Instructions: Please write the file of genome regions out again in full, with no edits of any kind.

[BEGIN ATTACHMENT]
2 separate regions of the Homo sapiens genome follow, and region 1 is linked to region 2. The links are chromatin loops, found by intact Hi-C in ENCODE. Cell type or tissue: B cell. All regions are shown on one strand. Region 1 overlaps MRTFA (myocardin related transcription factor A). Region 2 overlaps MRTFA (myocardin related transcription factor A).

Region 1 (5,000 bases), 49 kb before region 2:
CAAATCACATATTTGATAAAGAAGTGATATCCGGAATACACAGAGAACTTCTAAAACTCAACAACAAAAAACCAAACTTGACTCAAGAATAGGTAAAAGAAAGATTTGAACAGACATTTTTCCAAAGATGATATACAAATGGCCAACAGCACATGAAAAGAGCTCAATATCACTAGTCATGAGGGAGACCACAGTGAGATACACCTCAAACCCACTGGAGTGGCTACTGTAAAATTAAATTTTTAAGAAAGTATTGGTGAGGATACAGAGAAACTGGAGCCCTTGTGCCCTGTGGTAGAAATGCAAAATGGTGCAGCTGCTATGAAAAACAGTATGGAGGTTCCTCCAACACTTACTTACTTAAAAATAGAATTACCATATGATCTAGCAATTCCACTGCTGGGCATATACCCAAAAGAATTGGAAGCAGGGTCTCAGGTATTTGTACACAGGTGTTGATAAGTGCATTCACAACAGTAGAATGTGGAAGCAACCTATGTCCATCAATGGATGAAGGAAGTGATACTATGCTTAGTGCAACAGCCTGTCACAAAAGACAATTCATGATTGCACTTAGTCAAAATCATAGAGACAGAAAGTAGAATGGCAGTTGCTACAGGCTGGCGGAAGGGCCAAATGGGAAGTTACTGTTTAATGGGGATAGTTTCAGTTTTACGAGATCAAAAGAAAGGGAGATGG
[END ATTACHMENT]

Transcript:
2 separate regions of the Homo sapiens genome follow, and region 1 is linked to region 2. The links are chromatin loops, found by intact Hi-C in ENCODE. Cell type or tissue: B cell. All regions are shown on one strand. Region 1 overlaps MRTFA (myocardin related transcription factor A). Region 2 overlaps MRTFA (myocardin related transcription factor A).

Region 1 (5,000 bases), 49 kb before region 2:
CAAATCACATATTTGATAAAGAAGTGATATCCGGAATACACAGAGAACTTCTAAAACTCAACAACAAAAAACCAAACTTGACTCAAGAATAGGTAAAAGAAAGATTTGAACAGACATTTTTCCAAAGATGATATACAAATGGCCAACAGCACATGAAAAGAGCTCAATATCACTAGTCATGAGGGAGACCACAGTGAGATACACCTCAAACCCACTGGAGTGGCTACTGTAAAATTAAATTTTTAAGAAAGTATTGGTGAGGATACAGAGAAACTGGAGCCCTTGTGCCCTGTGGTAGAAATGCAAAATGGTGCAGCTGCTATGAAAAACAGTATGGAGGTTCCTCCAACACTTACTTACTTAAAAATAGAATTACCATATGATCTAGCAATTCCACTGCTGGGCATATACCCAAAAGAATTGGAAGCAGGGTCTCAGGTATTTGTACACAGGTGTTGATAAGTGCATTCACAACAGTAGAATGTGGAAGCAACCTATGTCCATCAATGGATGAAGGAAGTGATACTATGCTTAGTGCAACAGCCTGTCACAAAAGACAATTCATGATTGCACTTAGTCAAAATCATAGAGACAGAAAGTAGAATGGCAGTTGCTACAGGCTGGCGGAAGGGCCAAATGGGAAGTTACTGTTTAATGGGGATAGTTTCAGTTTTACGAGATCAAAAGAAAGGGAGATGG